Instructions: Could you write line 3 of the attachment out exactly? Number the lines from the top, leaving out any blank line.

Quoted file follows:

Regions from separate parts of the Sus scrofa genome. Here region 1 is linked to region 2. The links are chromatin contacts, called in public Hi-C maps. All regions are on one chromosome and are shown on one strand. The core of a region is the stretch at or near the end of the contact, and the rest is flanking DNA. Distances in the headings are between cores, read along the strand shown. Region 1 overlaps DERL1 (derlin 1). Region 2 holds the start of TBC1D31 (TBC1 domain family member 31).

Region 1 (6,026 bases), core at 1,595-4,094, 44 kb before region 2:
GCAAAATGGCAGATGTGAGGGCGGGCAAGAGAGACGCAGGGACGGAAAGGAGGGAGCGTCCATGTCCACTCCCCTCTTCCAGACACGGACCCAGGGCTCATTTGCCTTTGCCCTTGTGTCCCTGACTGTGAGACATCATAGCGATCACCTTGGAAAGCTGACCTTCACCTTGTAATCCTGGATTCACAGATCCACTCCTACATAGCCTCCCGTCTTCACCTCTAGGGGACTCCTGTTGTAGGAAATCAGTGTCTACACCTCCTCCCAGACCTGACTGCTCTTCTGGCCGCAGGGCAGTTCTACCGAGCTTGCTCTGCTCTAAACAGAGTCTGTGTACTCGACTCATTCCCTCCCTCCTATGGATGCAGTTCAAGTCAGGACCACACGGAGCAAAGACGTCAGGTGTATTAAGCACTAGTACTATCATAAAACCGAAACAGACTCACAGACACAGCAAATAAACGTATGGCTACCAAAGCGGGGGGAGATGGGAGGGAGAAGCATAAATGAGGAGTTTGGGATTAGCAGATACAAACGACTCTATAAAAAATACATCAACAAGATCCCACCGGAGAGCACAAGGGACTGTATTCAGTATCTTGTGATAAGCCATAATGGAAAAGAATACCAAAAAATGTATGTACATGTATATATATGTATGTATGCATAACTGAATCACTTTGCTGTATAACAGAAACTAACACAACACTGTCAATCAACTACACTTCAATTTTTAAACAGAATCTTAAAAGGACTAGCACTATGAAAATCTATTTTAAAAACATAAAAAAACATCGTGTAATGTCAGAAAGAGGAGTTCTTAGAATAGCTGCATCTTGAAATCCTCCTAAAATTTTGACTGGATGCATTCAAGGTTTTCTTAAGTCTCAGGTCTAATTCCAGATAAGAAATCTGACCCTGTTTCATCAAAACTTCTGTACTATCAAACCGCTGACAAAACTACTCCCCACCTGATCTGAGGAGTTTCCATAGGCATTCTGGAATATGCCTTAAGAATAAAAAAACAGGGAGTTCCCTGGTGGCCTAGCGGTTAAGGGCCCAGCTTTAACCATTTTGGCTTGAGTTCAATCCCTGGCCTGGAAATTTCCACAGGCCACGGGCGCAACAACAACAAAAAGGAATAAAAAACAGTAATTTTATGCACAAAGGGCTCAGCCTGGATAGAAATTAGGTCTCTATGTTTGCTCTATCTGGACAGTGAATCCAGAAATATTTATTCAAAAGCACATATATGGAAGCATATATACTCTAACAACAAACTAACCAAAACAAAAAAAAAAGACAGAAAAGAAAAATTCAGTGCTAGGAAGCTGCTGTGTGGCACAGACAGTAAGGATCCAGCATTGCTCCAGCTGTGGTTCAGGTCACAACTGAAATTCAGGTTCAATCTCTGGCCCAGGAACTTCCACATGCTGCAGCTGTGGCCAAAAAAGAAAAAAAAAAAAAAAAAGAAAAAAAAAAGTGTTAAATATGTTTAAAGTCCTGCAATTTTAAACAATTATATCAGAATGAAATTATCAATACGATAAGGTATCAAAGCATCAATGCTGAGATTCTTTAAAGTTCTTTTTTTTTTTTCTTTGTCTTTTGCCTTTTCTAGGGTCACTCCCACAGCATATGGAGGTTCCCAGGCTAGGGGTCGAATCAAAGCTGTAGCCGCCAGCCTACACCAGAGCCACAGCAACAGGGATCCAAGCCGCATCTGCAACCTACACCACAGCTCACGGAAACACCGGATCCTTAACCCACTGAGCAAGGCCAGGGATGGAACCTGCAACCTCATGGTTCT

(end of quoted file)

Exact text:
GCAAAATGGCAGATGTGAGGGCGGGCAAGAGAGACGCAGGGACGGAAAGGAGGGAGCGTCCATGTCCACTCCCCTCTTCCAGACACGGACCCAGGGCTCATTTGCCTTTGCCCTTGTGTCCCTGACTGTGAGACATCATAGCGATCACCTTGGAAAGCTGACCTTCACCTTGTAATCCTGGATTCACAGATCCACTCCTACATAGCCTCCCGTCTTCACCTCTAGGGGACTCCTGTTGTAGGAAATCAGTGTCTACACCTCCTCCCAGACCTGACTGCTCTTCTGGCCGCAGGGCAGTTCTACCGAGCTTGCTCTGCTCTAAACAGAGTCTGTGTACTCGACTCATTCCCTCCCTCCTATGGATGCAGTTCAAGTCAGGACCACACGGAGCAAAGACGTCAGGTGTATTAAGCACTAGTACTATCATAAAACCGAAACAGACTCACAGACACAGCAAATAAACGTATGGCTACCAAAGCGGGGGGAGATGGGAGGGAGAAGCATAAATGAGGAGTTTGGGATTAGCAGATACAAACGACTCTATAAAAAATACATCAACAAGATCCCACCGGAGAGCACAAGGGACTGTATTCAGTATCTTGTGATAAGCCATAATGGAAAAGAATACCAAAAAATGTATGTACATGTATATATATGTATGTATGCATAACTGAATCACTTTGCTGTATAACAGAAACTAACACAACACTGTCAATCAACTACACTTCAATTTTTAAACAGAATCTTAAAAGGACTAGCACTATGAAAATCTATTTTAAAAACATAAAAAAACATCGTGTAATGTCAGAAAGAGGAGTTCTTAGAATAGCTGCATCTTGAAATCCTCCTAAAATTTTGACTGGATGCATTCAAGGTTTTCTTAAGTCTCAGGTCTAATTCCAGATAAGAAATCTGACCCTGTTTCATCAAAACTTCTGTACTATCAAACCGCTGACAAAACTACTCCCCACCTGATCTGAGGAGTTTCCATAGGCATTCTGGAATATGCCTTAAGAATAAAAAAACAGGGAGTTCCCTGGTGGCCTAGCGGTTAAGGGCCCAGCTTTAACCATTTTGGCTTGAGTTCAATCCCTGGCCTGGAAATTTCCACAGGCCACGGGCGCAACAACAACAAAAAGGAATAAAAAACAGTAATTTTATGCACAAAGGGCTCAGCCTGGATAGAAATTAGGTCTCTATGTTTGCTCTATCTGGACAGTGAATCCAGAAATATTTATTCAAAAGCACATATATGGAAGCATATATACTCTAACAACAAACTAACCAAAACAAAAAAAAAAGACAGAAAAGAAAAATTCAGTGCTAGGAAGCTGCTGTGTGGCACAGACAGTAAGGATCCAGCATTGCTCCAGCTGTGGTTCAGGTCACAACTGAAATTCAGGTTCAATCTCTGGCCCAGGAACTTCCACATGCTGCAGCTGTGGCCAAAAAAGAAAAAAAAAAAAAAAAAGAAAAAAAAAAGTGTTAAATATGTTTAAAGTCCTGCAATTTTAAACAATTATATCAGAATGAAATTATCAATACGATAAGGTATCAAAGCATCAATGCTGAGATTCTTTAAAGTTCTTTTTTTTTTTTCTTTGTCTTTTGCCTTTTCTAGGGTCACTCCCACAGCATATGGAGGTTCCCAGGCTAGGGGTCGAATCAAAGCTGTAGCCGCCAGCCTACACCAGAGCCACAGCAACAGGGATCCAAGCCGCATCTGCAACCTACACCACAGCTCACGGAAACACCGGATCCTTAACCCACTGAGCAAGGCCAGGGATGGAACCTGCAACCTCATGGTTCT